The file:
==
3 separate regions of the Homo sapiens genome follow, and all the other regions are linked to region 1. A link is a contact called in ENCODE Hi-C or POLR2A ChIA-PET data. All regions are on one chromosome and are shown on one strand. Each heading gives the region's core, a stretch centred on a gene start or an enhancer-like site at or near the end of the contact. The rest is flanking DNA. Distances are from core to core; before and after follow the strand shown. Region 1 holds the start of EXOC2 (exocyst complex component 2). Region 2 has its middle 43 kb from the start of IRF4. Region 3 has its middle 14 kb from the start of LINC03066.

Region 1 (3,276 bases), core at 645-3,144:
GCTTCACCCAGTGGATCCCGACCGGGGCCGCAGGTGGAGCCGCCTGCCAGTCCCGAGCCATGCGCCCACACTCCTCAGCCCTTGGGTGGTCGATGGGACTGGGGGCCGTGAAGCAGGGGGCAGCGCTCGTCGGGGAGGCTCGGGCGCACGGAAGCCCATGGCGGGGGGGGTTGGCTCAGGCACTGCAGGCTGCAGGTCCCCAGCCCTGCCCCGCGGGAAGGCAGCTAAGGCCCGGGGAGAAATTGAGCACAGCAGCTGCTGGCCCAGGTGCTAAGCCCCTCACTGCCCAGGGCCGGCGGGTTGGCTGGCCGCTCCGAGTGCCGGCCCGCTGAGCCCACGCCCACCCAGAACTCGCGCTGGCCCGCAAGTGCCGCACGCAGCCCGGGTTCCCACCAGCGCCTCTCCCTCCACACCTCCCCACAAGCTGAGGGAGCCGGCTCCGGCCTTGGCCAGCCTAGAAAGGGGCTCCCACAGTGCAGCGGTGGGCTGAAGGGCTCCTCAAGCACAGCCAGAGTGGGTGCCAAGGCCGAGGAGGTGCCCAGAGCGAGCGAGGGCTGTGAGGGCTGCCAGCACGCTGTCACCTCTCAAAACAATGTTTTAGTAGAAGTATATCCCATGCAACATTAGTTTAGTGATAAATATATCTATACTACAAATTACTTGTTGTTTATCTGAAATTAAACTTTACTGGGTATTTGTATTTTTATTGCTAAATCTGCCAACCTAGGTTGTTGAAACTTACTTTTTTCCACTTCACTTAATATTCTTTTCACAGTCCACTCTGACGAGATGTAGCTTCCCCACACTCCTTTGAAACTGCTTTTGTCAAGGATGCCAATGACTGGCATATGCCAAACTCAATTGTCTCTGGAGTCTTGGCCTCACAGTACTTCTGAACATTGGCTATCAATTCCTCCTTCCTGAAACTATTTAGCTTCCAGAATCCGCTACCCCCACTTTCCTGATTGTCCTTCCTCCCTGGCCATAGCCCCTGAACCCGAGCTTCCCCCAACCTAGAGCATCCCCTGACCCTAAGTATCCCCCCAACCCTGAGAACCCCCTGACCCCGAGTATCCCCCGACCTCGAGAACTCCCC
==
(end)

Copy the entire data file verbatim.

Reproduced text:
3 separate regions of the Homo sapiens genome follow, and all the other regions are linked to region 1. A link is a contact called in ENCODE Hi-C or POLR2A ChIA-PET data. All regions are on one chromosome and are shown on one strand. Each heading gives the region's core, a stretch centred on a gene start or an enhancer-like site at or near the end of the contact. The rest is flanking DNA. Distances are from core to core; before and after follow the strand shown. Region 1 holds the start of EXOC2 (exocyst complex component 2). Region 2 has its middle 43 kb from the start of IRF4. Region 3 has its middle 14 kb from the start of LINC03066.

Region 1 (3,276 bases), core at 645-3,144:
GCTTCACCCAGTGGATCCCGACCGGGGCCGCAGGTGGAGCCGCCTGCCAGTCCCGAGCCATGCGCCCACACTCCTCAGCCCTTGGGTGGTCGATGGGACTGGGGGCCGTGAAGCAGGGGGCAGCGCTCGTCGGGGAGGCTCGGGCGCACGGAAGCCCATGGCGGGGGGGGTTGGCTCAGGCACTGCAGGCTGCAGGTCCCCAGCCCTGCCCCGCGGGAAGGCAGCTAAGGCCCGGGGAGAAATTGAGCACAGCAGCTGCTGGCCCAGGTGCTAAGCCCCTCACTGCCCAGGGCCGGCGGGTTGGCTGGCCGCTCCGAGTGCCGGCCCGCTGAGCCCACGCCCACCCAGAACTCGCGCTGGCCCGCAAGTGCCGCACGCAGCCCGGGTTCCCACCAGCGCCTCTCCCTCCACACCTCCCCACAAGCTGAGGGAGCCGGCTCCGGCCTTGGCCAGCCTAGAAAGGGGCTCCCACAGTGCAGCGGTGGGCTGAAGGGCTCCTCAAGCACAGCCAGAGTGGGTGCCAAGGCCGAGGAGGTGCCCAGAGCGAGCGAGGGCTGTGAGGGCTGCCAGCACGCTGTCACCTCTCAAAACAATGTTTTAGTAGAAGTATATCCCATGCAACATTAGTTTAGTGATAAATATATCTATACTACAAATTACTTGTTGTTTATCTGAAATTAAACTTTACTGGGTATTTGTATTTTTATTGCTAAATCTGCCAACCTAGGTTGTTGAAACTTACTTTTTTCCACTTCACTTAATATTCTTTTCACAGTCCACTCTGACGAGATGTAGCTTCCCCACACTCCTTTGAAACTGCTTTTGTCAAGGATGCCAATGACTGGCATATGCCAAACTCAATTGTCTCTGGAGTCTTGGCCTCACAGTACTTCTGAACATTGGCTATCAATTCCTCCTTCCTGAAACTATTTAGCTTCCAGAATCCGCTACCCCCACTTTCCTGATTGTCCTTCCTCCCTGGCCATAGCCCCTGAACCCGAGCTTCCCCCAACCTAGAGCATCCCCTGACCCTAAGTATCCCCCCAACCCTGAGAACCCCCTGACCCCGAGTATCCCCCGACCTCGAGAACTCCCC